Doomsday

High Plains Drifter
Who is ginger?
Jason Garrett. We call him "Ginger" because of his idiot red hair, "Clapper" because he mindlessly claps even when things go wrong, we also call him "Jason Carrot" again because of his idiot red hair, and assorted other pet names.

You've never heard of "ginger" in reference to redheads?
 

internetking

The Elite 😛
Jason Garrett. We call him "Ginger" because of his idiot red hair, "Clapper" because he mindlessly claps even when things go wrong, we also call him "Jason Carrot" again because of his idiot red hair, and assorted other pet names.

You've never heard of "ginger" in reference to redheads?
oh right was not sure who referring to but I get it now lol...
 

icup

Super Moderator
ok

jerry trained this asshole on the fly to coach this team. lots of teams do it w/ 1st year head coaches, but lots of teams also cut bait when they notice that its not workign out. dooms points to romo being such a dingleberry, because he could have single-handedly swayed jerry into canning the clapping clown, but romo was happy w/ stats and being in a comfortable situation. garrett, jerry, and romo are all perfect for each other. but not for the fans. not for me.

cannot wait for the garrett era to come to a close
 

dbair1967

Administrator
Jerry deserves 100% blame for holding onto Garrett 5 years or so too long. That's all on him.

That said, there is and has been talent here. This isn't Jones circa 94-01 decision making and personnel decisions. We don't win big because the coaching holds the team back. Insert a quality coach here the last 10 years and they probably make it to at least one or two Super Bowls. The 2007 team definitely should have made it to a Super Bowl. Our teams in 2009, 2014 and 2016 were also good enough to make legit runs, at least to conference championship games. And it never happens.
 

NoMoreCowboys

Spectator
First and last post, but as many, Cowboy fan since 1960, until this year, and now a fan of any team that plays the Cowboys, so far 6-6.

Let me explain. Jones who supposedly runs a pretty tight ship when it comes to players, but one exception seems to be contracts. Elliot under contract, but as he decided not to abide by such contract, what does Jones do, renegotiate the contract and the main reason was that the Cowboys can't win without him. Geez, that sure proved to be a questionable reason to throw $90 million out the window, and at that time, decided, if the player doesn't abide by a contract and the owner buckles, no more Cowboys for me.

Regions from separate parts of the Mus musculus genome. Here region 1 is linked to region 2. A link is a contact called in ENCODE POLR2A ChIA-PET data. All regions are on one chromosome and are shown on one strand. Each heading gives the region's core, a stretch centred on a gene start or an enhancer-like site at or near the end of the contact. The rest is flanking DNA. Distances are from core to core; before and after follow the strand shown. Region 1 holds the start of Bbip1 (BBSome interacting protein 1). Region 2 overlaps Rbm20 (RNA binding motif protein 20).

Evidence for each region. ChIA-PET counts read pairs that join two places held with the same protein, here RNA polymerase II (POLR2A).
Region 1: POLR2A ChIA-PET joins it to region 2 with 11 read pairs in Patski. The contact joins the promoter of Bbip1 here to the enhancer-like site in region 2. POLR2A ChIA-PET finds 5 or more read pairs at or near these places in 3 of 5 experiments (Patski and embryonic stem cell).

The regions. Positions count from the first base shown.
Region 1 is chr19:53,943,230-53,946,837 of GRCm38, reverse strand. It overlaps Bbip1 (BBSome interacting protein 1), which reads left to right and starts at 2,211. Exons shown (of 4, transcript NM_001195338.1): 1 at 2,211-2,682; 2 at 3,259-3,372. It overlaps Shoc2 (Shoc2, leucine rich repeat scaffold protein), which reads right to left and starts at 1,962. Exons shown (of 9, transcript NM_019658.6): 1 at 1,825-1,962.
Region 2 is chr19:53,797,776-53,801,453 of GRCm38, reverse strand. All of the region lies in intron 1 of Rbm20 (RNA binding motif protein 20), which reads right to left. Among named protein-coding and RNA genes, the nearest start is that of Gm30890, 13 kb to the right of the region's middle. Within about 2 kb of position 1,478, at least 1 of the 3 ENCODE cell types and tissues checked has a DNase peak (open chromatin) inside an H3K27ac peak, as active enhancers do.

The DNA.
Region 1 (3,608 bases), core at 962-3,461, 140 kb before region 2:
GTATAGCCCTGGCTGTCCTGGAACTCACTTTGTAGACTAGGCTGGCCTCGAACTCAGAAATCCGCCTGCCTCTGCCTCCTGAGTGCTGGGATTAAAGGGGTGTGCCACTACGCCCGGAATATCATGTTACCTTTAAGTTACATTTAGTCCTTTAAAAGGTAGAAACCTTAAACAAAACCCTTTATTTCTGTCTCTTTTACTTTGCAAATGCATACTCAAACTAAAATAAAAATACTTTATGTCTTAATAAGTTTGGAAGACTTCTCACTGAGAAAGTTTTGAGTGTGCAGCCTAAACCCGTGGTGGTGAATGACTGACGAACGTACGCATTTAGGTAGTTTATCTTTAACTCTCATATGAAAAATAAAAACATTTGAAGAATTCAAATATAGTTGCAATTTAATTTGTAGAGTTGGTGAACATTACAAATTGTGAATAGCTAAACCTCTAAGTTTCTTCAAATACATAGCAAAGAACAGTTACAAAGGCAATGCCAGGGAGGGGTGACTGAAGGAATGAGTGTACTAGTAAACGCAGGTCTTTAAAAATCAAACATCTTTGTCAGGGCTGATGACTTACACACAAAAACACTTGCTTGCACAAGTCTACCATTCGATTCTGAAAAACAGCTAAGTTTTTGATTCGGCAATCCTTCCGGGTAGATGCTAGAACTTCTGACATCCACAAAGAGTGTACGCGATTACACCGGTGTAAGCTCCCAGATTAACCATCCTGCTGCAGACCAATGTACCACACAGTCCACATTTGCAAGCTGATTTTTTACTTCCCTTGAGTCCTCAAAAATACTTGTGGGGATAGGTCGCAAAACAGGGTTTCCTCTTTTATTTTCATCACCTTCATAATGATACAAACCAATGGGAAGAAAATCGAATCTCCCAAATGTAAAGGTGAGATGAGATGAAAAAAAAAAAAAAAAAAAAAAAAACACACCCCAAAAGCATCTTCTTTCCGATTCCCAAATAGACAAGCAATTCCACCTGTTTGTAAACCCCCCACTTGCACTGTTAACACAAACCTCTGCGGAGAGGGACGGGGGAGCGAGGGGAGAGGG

Not that Elliot isn’t a stellar back, but without 110% effort of the other players, his performance is diminished, and being a lineman or blocker for a player that had his contract renegotiated they just might have a different sense of allegiance. In fact, the entire team probably has a sense of resentment and justifiable so, just human nature.

Jones has no one to blame but himself!

Early, but back to the leftovers.
 

Doomsday

High Plains Drifter
(Player) under contract, but as he decided not to abide by such contract, what does Jones do, renegotiate the contract and the main reason was that the Cowboys can't win without him
So... Throwing away 60, 80, 90 million was okay on Romo - total bust (Dude already had that disc problem at signing, he knew it but Jerry didn't.), Dez - total bust (Completely disappeared immediately after signing HIS big deal.), but now Zeke - who followed the CBA to the letter and decided risking career-ending injury without guaranteed money wasn't a good business model - Zeke's new deal is reason to no longer be a Cowboys fan?
Jones who supposedly runs a pretty tight ship when it comes to players
When did that start and who ever said such a thing, much less even think it? You kidding?
 

English Cowboy

In the Rotation
First and last post, but as many, Cowboy fan since 1960, until this year, and now a fan of any team that plays the Cowboys, so far 6-6.

Let me explain. Jones who supposedly runs a pretty tight ship when it comes to players, but one exception seems to be contracts. Elliot under contract, but as he decided not to abide by such contract, what does Jones do, renegotiate the contract and the main reason was that the Cowboys can't win without him. Geez, that sure proved to be a questionable reason to throw $90 million out the window, and at that time, decided, if the player doesn't abide by a contract and the owner buckles, no more Cowboys for me.

Not that Elliot isn’t a stellar back, but without 110% effort of the other players, his performance is diminished, and being a lineman or blocker for a player that had his contract renegotiated they just might have a different sense of allegiance. In fact, the entire team probably has a sense of resentment and justifiable so, just human nature.

Jones has no one to blame but himself!

Early, but back to the leftovers.
All the starting linemen (except Williams) are on good, well payed contracts. They are among the league's best payed at their respective positions. So I doubt there is any envy or resentment there. The problem right now is coaching, game-planning and game management. That falls on the Head Coach, and ultimately the man who hired him.

I keep hearing from Cowboys media that Jerry really, really wants to win. I'm sure that's true. But he doesn't really NEED to win. When he bought the franchise the Cowboys were losing money. Jerry NEEDED to win to survive, and so he hired a real Head Coach. And they won. But now Jerry has his 3 rings, he owns the world's most valuable sports club, he has built his shrine, he is in the HOF, and he has put his offspring is in position to take over. Mission accomplished. Sure, he still wants to win. But he doesn't need to win. And it shows on the field